These hypothetical speculations lead me to something which is not hypothetical at all. This insistence upon a language test with discriminate and, therefore, potentially discriminatory selection of who has to write and who does not could, and does, impinge on the rights of religious organisations to exercise religious freedom when appointing or electing someone to fulfil a role for which the Church or organisation believes the person in question has the necessary competencies. If The Salvation Army deems a person to be suited to fill a particular role – an appointment which is based on a number of criteria, where language competence is but one of several factors that is taken into consideration, but where it is by no means a “deal-breaker” – surely it must be the right of The Salvation Army to make that appointment without this inconsistently adhered to principle being applied when that appointment involves someone with the wrong passport needing to live in the UK?!
Despite what some of us English-speakers often think instinctively, there is not necessarily a direct correlation between someone’s command of the English language and their intelligence. This same disconnect would be as true in regard to other aspects of religious leadership at which a religious body would be looking when considering someone to assume a particular role. Therefore, if a religious body deems the person competent to function within its parameters, should the state have the right to prevent that person by using a discriminate system that is not applied consistently and, by its very inconsistency, undermines the principle for which it exists? After all, we see this being applied in reverse in several countries, where the Church appoints individuals – several of them being British citizens – who have no knowledge of the local language, but who possess the necessaries skills and gifts to serve the mission of the Church in that particular context. And despite that British citizen often only being able to speak English, the Church manages and the work is done.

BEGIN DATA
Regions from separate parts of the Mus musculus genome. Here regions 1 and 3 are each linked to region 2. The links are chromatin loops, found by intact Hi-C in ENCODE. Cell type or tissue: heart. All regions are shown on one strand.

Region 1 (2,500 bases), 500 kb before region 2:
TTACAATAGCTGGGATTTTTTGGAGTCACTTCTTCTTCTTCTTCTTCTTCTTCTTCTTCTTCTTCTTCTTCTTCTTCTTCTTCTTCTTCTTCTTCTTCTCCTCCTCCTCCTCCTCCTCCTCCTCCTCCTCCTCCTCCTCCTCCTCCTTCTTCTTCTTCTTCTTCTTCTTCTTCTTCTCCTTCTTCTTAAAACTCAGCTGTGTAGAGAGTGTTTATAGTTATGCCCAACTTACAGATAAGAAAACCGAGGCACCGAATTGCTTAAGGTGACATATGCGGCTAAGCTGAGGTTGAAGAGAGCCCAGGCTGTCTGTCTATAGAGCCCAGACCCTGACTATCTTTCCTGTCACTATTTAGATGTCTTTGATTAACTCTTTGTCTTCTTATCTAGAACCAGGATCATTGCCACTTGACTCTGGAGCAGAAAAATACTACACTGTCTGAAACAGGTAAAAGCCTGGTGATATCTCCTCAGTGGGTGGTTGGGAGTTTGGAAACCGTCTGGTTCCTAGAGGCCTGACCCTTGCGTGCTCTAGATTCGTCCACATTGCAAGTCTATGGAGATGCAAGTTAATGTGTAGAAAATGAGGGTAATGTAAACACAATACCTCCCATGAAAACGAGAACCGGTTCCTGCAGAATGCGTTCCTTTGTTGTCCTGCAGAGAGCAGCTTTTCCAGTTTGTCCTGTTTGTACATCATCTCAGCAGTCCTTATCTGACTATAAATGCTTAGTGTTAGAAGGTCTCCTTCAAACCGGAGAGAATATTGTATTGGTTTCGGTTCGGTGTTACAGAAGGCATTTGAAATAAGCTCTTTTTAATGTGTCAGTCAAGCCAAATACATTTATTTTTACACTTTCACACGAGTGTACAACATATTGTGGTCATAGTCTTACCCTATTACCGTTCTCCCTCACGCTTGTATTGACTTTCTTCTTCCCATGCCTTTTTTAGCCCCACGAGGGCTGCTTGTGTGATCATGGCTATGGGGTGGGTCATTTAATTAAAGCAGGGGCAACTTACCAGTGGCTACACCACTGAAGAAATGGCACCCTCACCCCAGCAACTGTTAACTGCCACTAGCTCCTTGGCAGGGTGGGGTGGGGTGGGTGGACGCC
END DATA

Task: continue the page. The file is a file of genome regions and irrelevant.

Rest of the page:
Let us hope that, when The Salvation Army’s international leaders gather for the next High Council, we will not have to concern ourselves about whether the person would pass the IELTS examination because, in doing so, we would be endorsing a system that is patently and principally flawed in achieving the very thing it is supposed to ensure, while surrendering our right as The Salvation Army to exercise religious freedom in making the most suitable choice!